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Thursday, January 03, 2013

Who still lives the long-playing life?

In the fifties and sixties pictures like this one were staples of the greetings card trade. The teen couple whiling away their time with a limitless supply of long-playing records was a dream of the age.

The figures reported by the music business yesterday weren't altogether bad. People are buying downloads in greater numbers than ever (at this stage in the game it would be surprising if they weren't) but they're buying the tracks they want and leaving the rest at the side of their plate. It's a singles market, the singles often elected by the buyer at the point of purchase, not by the industry. Volume sales of both digital and physical albums declined by 11% in a year. People spend less time listening to one artist for a sustained period. The record industry is heavily invested - financially, creatively, nostalgically and emotionally - in a format, the 45-minute album, which the first business consultant off the rank could tell you appears to be an obsolete medium.

One of the reasons it's obsolete is because the grandchildren of the couple in the picture above don't set aside the time for the sustained listen which the long playing record demands. One of the things that helped the long playing record flourish was that there was such a thing as not much else to do. Entire days of it. Rushing into that vacuum came all those huge selling records of the 70s. You'd come back to your student flat every evening and play the same fifty albums again and again, not least because there was no radio in the place and certainly no TV. There were great albums, of course, which is one prerequisite for an albums boom, but there were also plenty of time, which begged to be whiled away in album-shaped denominations.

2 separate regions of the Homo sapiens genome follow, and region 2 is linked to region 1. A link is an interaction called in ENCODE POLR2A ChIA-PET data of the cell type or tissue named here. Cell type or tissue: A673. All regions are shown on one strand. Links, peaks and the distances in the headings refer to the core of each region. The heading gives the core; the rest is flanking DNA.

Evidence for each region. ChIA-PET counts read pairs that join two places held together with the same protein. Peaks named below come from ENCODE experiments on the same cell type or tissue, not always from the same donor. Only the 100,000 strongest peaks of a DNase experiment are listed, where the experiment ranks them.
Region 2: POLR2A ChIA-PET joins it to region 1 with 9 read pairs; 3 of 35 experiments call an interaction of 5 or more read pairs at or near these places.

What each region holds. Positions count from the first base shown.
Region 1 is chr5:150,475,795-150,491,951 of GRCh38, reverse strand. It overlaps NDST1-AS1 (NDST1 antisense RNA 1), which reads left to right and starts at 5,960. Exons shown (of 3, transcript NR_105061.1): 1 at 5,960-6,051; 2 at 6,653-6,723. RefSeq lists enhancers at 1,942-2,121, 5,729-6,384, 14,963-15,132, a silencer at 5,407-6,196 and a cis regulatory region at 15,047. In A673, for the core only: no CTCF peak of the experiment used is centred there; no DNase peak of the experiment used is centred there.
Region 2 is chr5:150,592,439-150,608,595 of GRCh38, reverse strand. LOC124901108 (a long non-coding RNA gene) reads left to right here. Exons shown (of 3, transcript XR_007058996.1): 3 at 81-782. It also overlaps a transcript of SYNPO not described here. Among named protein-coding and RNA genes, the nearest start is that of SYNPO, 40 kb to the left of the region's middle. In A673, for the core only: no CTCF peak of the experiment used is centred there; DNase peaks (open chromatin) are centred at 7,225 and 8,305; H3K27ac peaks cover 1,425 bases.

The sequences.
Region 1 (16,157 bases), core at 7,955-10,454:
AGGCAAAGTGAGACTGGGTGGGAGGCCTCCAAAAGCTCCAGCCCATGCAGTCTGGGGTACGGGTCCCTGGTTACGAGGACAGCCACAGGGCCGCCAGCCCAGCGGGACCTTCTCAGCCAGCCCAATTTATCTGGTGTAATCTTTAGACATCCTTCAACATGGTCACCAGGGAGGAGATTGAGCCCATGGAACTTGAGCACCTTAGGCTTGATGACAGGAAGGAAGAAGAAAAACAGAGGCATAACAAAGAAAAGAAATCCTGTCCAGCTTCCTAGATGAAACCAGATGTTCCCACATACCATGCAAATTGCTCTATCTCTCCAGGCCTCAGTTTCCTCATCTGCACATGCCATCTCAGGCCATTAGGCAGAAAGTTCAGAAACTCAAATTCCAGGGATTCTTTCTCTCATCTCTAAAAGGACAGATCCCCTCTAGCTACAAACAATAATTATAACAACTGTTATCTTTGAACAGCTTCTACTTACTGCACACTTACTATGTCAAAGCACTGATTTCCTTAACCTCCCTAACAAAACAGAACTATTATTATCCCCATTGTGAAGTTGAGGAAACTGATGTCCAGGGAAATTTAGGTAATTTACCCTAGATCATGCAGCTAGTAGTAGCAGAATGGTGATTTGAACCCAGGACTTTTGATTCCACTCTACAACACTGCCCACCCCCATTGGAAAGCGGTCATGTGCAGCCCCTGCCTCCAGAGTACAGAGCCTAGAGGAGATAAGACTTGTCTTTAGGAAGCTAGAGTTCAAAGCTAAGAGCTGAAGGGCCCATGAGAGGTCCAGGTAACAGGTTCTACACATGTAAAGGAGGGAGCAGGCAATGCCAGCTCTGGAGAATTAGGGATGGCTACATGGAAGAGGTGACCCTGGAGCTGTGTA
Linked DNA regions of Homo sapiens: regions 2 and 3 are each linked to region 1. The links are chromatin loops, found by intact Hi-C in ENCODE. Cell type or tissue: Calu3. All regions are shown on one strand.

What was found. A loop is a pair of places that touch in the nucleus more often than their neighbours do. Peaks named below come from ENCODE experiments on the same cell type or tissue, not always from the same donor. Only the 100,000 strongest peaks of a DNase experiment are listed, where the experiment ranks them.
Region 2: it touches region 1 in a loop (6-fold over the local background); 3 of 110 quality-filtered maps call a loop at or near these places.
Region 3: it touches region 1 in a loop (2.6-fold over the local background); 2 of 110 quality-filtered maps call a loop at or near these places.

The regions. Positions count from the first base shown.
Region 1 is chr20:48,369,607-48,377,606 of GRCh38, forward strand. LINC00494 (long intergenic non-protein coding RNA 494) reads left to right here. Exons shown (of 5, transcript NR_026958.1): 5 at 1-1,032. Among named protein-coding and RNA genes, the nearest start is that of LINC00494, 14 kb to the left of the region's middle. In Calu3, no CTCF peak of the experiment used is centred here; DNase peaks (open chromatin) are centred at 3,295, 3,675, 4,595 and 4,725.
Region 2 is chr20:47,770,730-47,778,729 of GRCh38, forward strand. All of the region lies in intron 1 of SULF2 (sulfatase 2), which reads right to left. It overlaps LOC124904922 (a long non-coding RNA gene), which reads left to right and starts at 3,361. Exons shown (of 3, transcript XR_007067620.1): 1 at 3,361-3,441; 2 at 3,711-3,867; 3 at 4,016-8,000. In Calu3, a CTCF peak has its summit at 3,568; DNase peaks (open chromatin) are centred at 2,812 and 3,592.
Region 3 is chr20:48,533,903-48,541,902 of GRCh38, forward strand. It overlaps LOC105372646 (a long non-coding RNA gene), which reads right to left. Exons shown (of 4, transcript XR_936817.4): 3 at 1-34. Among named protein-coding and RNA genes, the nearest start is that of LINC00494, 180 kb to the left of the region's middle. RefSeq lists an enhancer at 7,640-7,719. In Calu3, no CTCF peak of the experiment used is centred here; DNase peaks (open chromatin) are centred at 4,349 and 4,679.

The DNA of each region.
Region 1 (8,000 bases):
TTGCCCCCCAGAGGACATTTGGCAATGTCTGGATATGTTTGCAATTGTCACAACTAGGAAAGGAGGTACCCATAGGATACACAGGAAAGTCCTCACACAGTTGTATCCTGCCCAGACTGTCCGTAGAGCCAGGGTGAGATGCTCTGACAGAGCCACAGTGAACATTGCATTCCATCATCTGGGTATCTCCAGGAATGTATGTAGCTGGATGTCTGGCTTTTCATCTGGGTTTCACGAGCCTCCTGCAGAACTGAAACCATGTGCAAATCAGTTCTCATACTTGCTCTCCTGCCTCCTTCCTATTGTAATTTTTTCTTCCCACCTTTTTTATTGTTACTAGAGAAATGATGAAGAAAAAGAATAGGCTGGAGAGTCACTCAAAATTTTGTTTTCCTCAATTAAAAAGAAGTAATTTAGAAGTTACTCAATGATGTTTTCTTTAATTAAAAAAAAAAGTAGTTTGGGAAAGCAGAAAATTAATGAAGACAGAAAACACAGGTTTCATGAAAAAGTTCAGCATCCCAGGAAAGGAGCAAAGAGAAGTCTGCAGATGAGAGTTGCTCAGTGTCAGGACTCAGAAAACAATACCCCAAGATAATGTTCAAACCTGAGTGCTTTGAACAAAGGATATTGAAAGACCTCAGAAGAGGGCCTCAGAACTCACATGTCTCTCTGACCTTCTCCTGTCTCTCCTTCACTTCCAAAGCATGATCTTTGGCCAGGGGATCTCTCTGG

That's the thing that strikes me about all those end of the year lists of ten (ten!) albums of 2012. Who's actually listening to all these albums all the way through more than once and where are they getting the time? If they've elected ten then presumably they must have listened to fifty all the way through more than once.  How? With more TV and radio than ever before and the advent of the Great Time Waster the internet? I can only conclude that it must be their job or they don't have a job. How else could they clear the time? And do they still sprawl on the carpet just like the couple above?